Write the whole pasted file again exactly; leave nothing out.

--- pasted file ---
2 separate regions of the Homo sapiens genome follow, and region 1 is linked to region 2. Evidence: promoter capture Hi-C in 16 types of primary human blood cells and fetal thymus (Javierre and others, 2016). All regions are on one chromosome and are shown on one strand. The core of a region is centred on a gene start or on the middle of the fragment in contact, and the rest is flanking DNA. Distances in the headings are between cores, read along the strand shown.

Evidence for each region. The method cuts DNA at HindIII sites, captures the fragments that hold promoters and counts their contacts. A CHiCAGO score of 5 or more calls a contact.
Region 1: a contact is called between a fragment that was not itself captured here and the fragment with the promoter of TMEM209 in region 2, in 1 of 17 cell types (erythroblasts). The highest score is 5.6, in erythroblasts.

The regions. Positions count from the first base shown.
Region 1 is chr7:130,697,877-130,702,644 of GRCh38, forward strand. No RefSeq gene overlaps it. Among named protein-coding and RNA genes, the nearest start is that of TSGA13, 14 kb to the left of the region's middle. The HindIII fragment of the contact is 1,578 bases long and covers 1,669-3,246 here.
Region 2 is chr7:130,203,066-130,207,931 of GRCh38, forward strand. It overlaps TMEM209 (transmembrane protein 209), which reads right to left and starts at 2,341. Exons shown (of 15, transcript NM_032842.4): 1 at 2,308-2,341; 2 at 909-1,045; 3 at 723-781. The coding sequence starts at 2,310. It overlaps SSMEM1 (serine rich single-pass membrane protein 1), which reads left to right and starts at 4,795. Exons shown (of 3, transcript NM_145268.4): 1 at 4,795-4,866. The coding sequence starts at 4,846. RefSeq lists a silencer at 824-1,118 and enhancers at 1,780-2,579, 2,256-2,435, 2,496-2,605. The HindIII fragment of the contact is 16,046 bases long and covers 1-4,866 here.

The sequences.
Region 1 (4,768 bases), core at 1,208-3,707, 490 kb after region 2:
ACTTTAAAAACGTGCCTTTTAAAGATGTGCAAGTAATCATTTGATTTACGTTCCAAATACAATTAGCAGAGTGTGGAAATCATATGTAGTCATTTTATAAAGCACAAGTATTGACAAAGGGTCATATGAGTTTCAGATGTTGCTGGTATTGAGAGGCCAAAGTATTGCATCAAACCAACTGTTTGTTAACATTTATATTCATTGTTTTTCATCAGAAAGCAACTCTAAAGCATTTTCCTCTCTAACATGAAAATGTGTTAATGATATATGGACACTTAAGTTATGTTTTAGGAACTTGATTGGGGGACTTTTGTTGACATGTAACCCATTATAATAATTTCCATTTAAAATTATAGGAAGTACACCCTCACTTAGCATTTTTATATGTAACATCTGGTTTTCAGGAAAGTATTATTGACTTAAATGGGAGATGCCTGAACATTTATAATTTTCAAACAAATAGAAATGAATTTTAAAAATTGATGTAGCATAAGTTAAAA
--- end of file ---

2 separate regions of the Homo sapiens genome follow, and region 1 is linked to region 2. Evidence: promoter capture Hi-C in 16 types of primary human blood cells and fetal thymus (Javierre and others, 2016). All regions are on one chromosome and are shown on one strand. The core of a region is centred on a gene start or on the middle of the fragment in contact, and the rest is flanking DNA. Distances in the headings are between cores, read along the strand shown.

Evidence for each region. The method cuts DNA at HindIII sites, captures the fragments that hold promoters and counts their contacts. A CHiCAGO score of 5 or more calls a contact.
Region 1: a contact is called between a fragment that was not itself captured here and the fragment with the promoter of TMEM209 in region 2, in 1 of 17 cell types (erythroblasts). The highest score is 5.6, in erythroblasts.

The regions. Positions count from the first base shown.
Region 1 is chr7:130,697,877-130,702,644 of GRCh38, forward strand. No RefSeq gene overlaps it. Among named protein-coding and RNA genes, the nearest start is that of TSGA13, 14 kb to the left of the region's middle. The HindIII fragment of the contact is 1,578 bases long and covers 1,669-3,246 here.
Region 2 is chr7:130,203,066-130,207,931 of GRCh38, forward strand. It overlaps TMEM209 (transmembrane protein 209), which reads right to left and starts at 2,341. Exons shown (of 15, transcript NM_032842.4): 1 at 2,308-2,341; 2 at 909-1,045; 3 at 723-781. The coding sequence starts at 2,310. It overlaps SSMEM1 (serine rich single-pass membrane protein 1), which reads left to right and starts at 4,795. Exons shown (of 3, transcript NM_145268.4): 1 at 4,795-4,866. The coding sequence starts at 4,846. RefSeq lists a silencer at 824-1,118 and enhancers at 1,780-2,579, 2,256-2,435, 2,496-2,605. The HindIII fragment of the contact is 16,046 bases long and covers 1-4,866 here.

The sequences.
Region 1 (4,768 bases), core at 1,208-3,707, 490 kb after region 2:
ACTTTAAAAACGTGCCTTTTAAAGATGTGCAAGTAATCATTTGATTTACGTTCCAAATACAATTAGCAGAGTGTGGAAATCATATGTAGTCATTTTATAAAGCACAAGTATTGACAAAGGGTCATATGAGTTTCAGATGTTGCTGGTATTGAGAGGCCAAAGTATTGCATCAAACCAACTGTTTGTTAACATTTATATTCATTGTTTTTCATCAGAAAGCAACTCTAAAGCATTTTCCTCTCTAACATGAAAATGTGTTAATGATATATGGACACTTAAGTTATGTTTTAGGAACTTGATTGGGGGACTTTTGTTGACATGTAACCCATTATAATAATTTCCATTTAAAATTATAGGAAGTACACCCTCACTTAGCATTTTTATATGTAACATCTGGTTTTCAGGAAAGTATTATTGACTTAAATGGGAGATGCCTGAACATTTATAATTTTCAAACAAATAGAAATGAATTTTAAAAATTGATGTAGCATAAGTTAAAA